2015 has been a great year for the restoration program at Friends of the Rappahannock (FOR). We have partnered with countless schools, businesses, non-profits, and local governments to
install a wide range of projects throughout the watershed. In the coming months, FOR seeks to install a new and innovative stormwater Best Management Practice (BMP) in the Rappahannock Canal. This pilot project will include the construction and installation of Floating Treatment Wetlands (FTW).What is a Floating Treatment Wetland?
FTWs are constructed, man-made ecosystems designed to mimic natural wetlands. FTWs are
designed using floating rafts that support wetland obligate plant species. FTWs float on a wet pond water surface, or in this case canal, and can be used to improve water quality by filtering, consuming, or breaking down pollutants (e.g., nutrients, sediment, and metals) from the water.What do they Do?
FTWs can provide a variety of ecosystem services including fish and wildlife habitat, beautification, and water quality improvements. In our project, FTWs will be designed to increase the ability of a previously-installed stormwater BMP to remove nitrogen and phosphorus by absorbing nutrients through complex root systems. These target nutrients are of concern in the Rappahannock River and throughout the Chesapeake Bay as a part of the Total Maximum Daily Load (TMDL), which targets pollutants negatively impacting the Bay and outlines strategies to mitigate them.How do they Work?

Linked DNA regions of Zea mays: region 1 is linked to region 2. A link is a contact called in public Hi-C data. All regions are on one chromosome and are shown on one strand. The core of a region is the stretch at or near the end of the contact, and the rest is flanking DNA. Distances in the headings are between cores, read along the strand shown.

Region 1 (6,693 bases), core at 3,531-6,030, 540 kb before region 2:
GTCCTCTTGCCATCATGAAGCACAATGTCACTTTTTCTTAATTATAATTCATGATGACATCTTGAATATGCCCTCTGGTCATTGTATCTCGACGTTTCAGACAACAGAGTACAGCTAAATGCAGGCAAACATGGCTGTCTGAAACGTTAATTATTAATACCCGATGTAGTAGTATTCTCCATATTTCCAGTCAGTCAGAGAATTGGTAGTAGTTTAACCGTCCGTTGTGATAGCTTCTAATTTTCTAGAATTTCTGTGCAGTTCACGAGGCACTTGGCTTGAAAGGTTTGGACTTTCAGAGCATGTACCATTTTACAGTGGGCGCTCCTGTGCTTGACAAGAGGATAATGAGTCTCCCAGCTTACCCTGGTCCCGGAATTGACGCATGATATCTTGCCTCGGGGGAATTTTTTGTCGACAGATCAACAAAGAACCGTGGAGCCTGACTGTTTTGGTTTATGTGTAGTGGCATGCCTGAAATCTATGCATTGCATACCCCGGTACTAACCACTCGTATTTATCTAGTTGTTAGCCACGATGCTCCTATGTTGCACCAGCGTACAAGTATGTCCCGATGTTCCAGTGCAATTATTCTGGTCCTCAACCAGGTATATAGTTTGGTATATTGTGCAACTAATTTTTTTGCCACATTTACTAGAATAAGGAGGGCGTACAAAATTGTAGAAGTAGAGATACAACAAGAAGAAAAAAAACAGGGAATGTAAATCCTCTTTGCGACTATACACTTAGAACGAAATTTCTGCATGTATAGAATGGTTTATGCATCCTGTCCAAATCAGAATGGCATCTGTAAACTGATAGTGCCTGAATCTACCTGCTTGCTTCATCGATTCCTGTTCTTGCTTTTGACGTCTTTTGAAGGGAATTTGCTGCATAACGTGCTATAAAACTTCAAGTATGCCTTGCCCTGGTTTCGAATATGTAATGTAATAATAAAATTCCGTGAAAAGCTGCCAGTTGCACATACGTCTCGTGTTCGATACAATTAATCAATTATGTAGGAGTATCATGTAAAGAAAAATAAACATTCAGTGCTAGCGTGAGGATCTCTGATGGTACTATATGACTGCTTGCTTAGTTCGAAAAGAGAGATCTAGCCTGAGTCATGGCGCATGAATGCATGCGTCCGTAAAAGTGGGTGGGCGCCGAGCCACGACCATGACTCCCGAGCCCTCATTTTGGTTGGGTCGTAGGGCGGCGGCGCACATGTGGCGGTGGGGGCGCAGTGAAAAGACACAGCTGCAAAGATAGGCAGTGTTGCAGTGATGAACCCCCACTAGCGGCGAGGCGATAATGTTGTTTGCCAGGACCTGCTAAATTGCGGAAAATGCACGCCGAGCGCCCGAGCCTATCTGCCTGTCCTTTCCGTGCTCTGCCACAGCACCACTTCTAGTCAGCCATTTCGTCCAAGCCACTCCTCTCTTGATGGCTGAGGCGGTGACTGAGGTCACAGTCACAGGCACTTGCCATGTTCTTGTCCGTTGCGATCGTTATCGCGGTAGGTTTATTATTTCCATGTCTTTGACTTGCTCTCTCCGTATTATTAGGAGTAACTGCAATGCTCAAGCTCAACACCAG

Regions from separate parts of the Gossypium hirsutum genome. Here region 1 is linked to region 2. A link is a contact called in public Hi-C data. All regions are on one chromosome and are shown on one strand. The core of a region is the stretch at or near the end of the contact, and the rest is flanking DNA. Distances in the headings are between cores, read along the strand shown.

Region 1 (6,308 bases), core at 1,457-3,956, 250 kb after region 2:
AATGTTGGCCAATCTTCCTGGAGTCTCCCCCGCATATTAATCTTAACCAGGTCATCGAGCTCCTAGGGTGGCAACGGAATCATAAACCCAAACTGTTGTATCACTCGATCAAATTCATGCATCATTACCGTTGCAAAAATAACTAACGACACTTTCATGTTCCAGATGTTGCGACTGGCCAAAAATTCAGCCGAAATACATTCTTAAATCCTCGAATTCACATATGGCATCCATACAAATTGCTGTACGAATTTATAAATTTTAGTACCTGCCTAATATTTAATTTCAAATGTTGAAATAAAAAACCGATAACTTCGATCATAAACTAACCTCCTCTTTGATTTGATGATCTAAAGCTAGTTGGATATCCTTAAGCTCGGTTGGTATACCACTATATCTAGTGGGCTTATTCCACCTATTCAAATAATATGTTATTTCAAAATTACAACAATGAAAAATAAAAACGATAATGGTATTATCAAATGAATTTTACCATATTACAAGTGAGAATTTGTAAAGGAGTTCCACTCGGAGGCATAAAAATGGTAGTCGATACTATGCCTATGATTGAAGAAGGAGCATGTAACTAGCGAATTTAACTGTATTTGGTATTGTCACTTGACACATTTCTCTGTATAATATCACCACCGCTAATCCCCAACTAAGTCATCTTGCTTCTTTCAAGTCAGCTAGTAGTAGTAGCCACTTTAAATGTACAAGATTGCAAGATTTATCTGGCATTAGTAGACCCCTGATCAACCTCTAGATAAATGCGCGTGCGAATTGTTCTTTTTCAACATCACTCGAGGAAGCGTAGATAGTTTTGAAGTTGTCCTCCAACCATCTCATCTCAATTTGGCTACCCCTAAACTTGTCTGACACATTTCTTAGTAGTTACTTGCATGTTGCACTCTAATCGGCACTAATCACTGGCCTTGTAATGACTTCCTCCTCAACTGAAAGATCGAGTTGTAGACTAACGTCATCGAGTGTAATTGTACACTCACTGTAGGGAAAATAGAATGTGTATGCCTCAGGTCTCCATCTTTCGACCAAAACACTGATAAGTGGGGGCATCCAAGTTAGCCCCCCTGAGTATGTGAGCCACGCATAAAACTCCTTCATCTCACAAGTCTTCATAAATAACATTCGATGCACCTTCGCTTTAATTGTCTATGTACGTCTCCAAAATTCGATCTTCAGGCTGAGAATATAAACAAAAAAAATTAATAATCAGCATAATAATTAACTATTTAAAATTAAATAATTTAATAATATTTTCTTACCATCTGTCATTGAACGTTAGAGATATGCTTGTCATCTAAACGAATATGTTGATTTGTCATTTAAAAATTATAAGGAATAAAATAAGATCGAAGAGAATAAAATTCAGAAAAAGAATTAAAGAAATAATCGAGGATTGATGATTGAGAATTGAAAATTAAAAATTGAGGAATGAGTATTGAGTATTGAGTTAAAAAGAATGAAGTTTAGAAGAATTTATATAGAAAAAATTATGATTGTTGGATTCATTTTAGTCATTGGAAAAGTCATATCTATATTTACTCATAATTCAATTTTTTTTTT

FTWs float on the water’s surface while allowing the plants it supports to have submerged root
systems. These plants directly remove nutrients through a process called Biological Uptake. Within the root systems of the wetland plants,
microorganisms thrive and are able to break down and consume nutrients and organic matter through a process known as Microbial Decomposition.
Finally, the large root systems also act as a filter for sediments and associated pollutants.

FOR Pilot Project
In the winter of 2014 FOR approached the City of
Fredericksburg to discuss the FTWs and the
possibility of adding one to an existing stormwater pond in the city limits. The plan is to work with a local high school science class to design and
construct the practices and successfully install two FTWs in the Rappahannock Canal adjacent to the FOR headquarters, with the hope of adding these practices to all
existing stormwater ponds in the city, where appropriate. This effort will help the city achieve additional nutrient
reductions using innovative strategies and provide an excellent learning opportunity for area students. FOR plans to install the projects in late summer.


floating wetland graphic.png

Photo by: Virginia Tech Extension


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